Tomorrow, the Executive Directors of the World Bank are scheduled to discuss "A Common Vision for the World Bank Group," which sets out the development strategy for the institution through 2030.
The goals are ambitious, and the challenges are formidable. Despite impressive economic growth at the country level in the developing world, 1.3 billion people continue to live in extreme poverty. Moreover (although the strategy does not mention this) the level used to classify extreme poverty (less than $1.25 per day) has been a constant figure since 2005, despite the dramatic increases in the price of food and energy since then. So in effect, extreme poverty is more desperate than ever.
The Bank also presents, in this analysis, an astonishing figure: "the share of the world's population that is not poor but that is vulnerable to fall into poverty has increased to around 50 percent." In other words, even those who have escaped the most dire conditions are only able to meet basic needs precariously, and if any economic shock should occur, they may slip back into destitution.
There are deepening contradictions, too, in the way the World Bank continues to contemplate a solution to the persistent poverty problem. The reduction of poverty rates is still to be achieved through economic growth, but as the strategy points out, "there continues to be huge stress on the global commons – most notably in the realm of climate change." So the task is to promote economic growth in ways that do not aggravate already serious problems of environmental degradation.
Although much of this sounds familiar, there is still something new here: "Countries will have to implement policies that prevent large increases in inequality as well as prevent or manage shocks." While most of the analysis focuses on poverty and the poor, there are recurring references to the need for "shared prosperity." If inequality persists and increases, economic growth will have to be correspondingly higher to bring relief to the poor. Such a prospect will aggravate strains on the global commons rather than diminishing them, and the poverty reductions achieved will be only ephemeral. More and more, even the Bank is forced to reckon with a closed system.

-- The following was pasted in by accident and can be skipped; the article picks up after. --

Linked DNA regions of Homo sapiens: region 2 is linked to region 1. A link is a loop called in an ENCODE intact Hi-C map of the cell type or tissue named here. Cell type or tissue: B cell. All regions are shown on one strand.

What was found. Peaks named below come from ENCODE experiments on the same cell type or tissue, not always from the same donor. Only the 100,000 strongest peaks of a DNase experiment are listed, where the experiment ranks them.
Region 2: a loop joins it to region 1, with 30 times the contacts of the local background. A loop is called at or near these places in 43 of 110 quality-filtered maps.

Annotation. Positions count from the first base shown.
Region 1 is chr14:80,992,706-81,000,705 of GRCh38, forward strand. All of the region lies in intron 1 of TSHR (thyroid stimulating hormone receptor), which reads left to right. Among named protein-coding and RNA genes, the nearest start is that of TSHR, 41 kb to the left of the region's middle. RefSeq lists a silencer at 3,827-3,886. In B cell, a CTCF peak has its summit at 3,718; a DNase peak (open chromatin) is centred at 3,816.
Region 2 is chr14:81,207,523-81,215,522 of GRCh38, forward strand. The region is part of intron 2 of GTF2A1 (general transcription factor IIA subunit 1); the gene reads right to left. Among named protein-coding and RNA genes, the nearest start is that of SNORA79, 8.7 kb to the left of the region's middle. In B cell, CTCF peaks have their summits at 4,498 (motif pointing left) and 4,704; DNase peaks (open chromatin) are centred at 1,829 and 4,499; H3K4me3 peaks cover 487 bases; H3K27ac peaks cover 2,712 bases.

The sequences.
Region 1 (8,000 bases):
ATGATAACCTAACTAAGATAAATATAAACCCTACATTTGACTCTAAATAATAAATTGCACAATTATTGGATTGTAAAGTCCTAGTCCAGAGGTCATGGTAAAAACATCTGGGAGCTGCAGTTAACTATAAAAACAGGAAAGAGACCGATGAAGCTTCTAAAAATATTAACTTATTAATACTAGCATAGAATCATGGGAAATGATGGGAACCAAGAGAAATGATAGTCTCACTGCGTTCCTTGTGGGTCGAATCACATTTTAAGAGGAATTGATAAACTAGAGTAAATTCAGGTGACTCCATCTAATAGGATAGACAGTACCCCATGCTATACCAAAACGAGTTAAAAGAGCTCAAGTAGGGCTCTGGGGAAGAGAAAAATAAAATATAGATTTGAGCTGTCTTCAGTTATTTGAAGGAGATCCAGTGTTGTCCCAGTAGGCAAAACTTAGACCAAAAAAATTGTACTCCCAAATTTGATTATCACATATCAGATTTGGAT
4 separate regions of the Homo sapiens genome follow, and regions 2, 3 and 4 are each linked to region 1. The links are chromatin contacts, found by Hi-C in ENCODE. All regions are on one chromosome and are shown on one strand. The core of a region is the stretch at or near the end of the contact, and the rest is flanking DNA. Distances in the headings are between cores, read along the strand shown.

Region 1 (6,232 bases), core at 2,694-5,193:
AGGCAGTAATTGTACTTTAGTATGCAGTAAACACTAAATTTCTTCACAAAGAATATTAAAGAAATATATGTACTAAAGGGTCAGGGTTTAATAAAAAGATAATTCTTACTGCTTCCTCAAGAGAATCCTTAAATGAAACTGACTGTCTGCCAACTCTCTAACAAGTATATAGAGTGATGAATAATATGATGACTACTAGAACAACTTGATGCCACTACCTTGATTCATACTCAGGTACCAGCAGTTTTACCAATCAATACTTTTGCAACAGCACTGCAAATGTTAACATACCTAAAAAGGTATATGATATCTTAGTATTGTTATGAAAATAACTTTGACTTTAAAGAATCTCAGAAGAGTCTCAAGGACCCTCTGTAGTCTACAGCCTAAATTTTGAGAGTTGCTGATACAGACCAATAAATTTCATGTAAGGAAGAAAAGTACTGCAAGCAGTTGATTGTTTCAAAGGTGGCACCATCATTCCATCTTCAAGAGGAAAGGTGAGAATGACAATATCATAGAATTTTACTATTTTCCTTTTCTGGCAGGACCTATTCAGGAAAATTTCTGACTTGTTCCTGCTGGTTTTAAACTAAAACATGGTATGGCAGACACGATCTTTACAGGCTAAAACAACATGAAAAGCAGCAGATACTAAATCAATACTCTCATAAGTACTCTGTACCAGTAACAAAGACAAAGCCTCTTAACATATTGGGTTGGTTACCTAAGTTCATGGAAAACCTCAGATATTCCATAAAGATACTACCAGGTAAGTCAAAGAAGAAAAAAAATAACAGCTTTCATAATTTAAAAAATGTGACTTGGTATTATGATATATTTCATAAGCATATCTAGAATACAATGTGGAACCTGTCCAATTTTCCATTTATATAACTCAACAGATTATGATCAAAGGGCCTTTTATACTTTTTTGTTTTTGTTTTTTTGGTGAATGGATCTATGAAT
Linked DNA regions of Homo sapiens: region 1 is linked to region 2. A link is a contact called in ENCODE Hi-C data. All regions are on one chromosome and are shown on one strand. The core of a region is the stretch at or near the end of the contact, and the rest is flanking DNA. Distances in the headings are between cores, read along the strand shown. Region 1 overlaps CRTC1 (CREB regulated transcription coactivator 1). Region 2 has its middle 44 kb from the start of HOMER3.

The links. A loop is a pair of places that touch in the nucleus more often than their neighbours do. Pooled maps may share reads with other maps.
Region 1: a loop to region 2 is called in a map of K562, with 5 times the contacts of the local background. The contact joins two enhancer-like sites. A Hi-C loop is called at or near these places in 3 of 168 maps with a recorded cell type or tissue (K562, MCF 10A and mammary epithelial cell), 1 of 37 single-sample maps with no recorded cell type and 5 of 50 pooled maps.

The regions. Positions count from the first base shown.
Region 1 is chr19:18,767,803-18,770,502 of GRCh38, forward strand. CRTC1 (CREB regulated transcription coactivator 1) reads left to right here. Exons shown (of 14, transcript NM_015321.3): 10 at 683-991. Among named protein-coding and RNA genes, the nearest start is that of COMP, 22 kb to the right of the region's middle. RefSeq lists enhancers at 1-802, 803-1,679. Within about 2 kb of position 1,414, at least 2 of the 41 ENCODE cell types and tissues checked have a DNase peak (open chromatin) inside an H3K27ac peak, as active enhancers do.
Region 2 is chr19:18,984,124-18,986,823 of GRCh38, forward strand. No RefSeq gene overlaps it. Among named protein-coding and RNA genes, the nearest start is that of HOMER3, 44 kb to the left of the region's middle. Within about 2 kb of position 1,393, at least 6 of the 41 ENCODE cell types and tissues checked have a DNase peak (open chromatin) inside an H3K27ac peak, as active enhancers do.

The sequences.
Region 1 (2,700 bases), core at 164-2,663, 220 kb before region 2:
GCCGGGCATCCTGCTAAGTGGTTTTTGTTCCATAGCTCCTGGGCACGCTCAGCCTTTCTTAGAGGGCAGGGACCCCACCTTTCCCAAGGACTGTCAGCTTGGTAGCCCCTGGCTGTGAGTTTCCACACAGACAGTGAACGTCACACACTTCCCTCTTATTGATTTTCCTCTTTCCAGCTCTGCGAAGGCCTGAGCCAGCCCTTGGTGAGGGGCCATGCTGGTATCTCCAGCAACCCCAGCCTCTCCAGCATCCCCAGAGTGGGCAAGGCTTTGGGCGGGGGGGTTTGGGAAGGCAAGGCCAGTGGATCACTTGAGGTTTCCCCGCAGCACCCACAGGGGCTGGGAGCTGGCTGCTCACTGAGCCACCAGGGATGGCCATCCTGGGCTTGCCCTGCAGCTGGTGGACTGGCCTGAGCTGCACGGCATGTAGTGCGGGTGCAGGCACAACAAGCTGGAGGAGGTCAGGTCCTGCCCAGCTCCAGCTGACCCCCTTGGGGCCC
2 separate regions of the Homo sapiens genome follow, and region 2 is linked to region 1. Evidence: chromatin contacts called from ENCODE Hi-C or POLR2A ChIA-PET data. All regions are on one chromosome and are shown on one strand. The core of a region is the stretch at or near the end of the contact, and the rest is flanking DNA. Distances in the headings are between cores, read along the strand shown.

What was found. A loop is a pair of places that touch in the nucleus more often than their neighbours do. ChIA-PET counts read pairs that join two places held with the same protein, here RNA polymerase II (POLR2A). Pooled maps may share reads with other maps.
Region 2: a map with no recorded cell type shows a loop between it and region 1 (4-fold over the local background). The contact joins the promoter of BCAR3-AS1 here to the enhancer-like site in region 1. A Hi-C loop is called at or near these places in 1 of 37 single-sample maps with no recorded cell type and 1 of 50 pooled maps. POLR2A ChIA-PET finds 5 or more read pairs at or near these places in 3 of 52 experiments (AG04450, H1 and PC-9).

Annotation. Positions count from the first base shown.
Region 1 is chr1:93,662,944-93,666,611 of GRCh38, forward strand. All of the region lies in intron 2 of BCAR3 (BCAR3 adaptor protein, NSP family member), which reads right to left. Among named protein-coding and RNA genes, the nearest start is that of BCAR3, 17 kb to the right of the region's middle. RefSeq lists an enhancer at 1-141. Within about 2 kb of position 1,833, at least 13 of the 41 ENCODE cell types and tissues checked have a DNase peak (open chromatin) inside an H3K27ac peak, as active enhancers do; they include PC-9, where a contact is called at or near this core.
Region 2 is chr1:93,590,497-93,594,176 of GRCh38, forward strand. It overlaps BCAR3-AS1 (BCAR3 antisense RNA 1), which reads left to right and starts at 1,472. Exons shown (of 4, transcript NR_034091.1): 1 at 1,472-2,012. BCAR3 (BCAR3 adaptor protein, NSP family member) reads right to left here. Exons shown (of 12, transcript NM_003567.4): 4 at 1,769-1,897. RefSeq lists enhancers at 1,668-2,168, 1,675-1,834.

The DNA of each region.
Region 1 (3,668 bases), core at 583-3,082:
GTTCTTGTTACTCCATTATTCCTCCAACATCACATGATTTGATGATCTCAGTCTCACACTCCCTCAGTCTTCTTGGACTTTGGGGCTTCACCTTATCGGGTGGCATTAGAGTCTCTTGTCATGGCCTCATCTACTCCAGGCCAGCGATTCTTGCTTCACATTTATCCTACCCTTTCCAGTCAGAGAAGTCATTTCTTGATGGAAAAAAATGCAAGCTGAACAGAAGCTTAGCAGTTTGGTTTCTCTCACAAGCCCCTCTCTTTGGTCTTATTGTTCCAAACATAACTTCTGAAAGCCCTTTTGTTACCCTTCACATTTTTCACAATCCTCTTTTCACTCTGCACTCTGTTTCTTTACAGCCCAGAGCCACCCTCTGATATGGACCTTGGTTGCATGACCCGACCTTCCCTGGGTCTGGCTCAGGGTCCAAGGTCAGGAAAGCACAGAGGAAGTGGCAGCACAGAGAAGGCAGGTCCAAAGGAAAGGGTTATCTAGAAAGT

To cope with reduced latitude in development strategies, the new plan envisions continuing modernization and reform at the Bank itself, and while there is a certain self-congratulatory tone, the authors seem to realize that the Bank is not sufficiently focused. "Dynamic selectivity" is a new catch phrase, meaning that Bank instruments and projects will become more flexible and responsive to needs and demands.
In an annex to the strategy, the Bank lays out the methods to be used to attack development challenges. The approach appears to be more decentralized and privatized, with greater deference to "clients" through instruments such as the Program for Results. "P4R," gave World Bank watchers fits because it moved Bank-funded activities out from under institutional safeguards. Ironically, the strategy lays out the new Program, reports on the funding provided, identifies participating countries and describes objectives to be achieved, but actual results are not featured. Many feared, as P4R was deployed, that the World Bank was moving backward not forward by formulating loans that evaded environmental safeguards particularly.
In a sense, it seems that the new strategy seeks to promote an image of change, flexibility and reform at an institution now over 60 years old. At heart, though, the core beliefs are much the same – despite the changing forms. While there are new phrases about knowledge and dynamism, the possibilities of putting an optimistic face on "development" are fading away.
Bea Edwards is Executive & International Director for the Government Accountability Project, the nation's leading whistleblower protection and advocacy organization.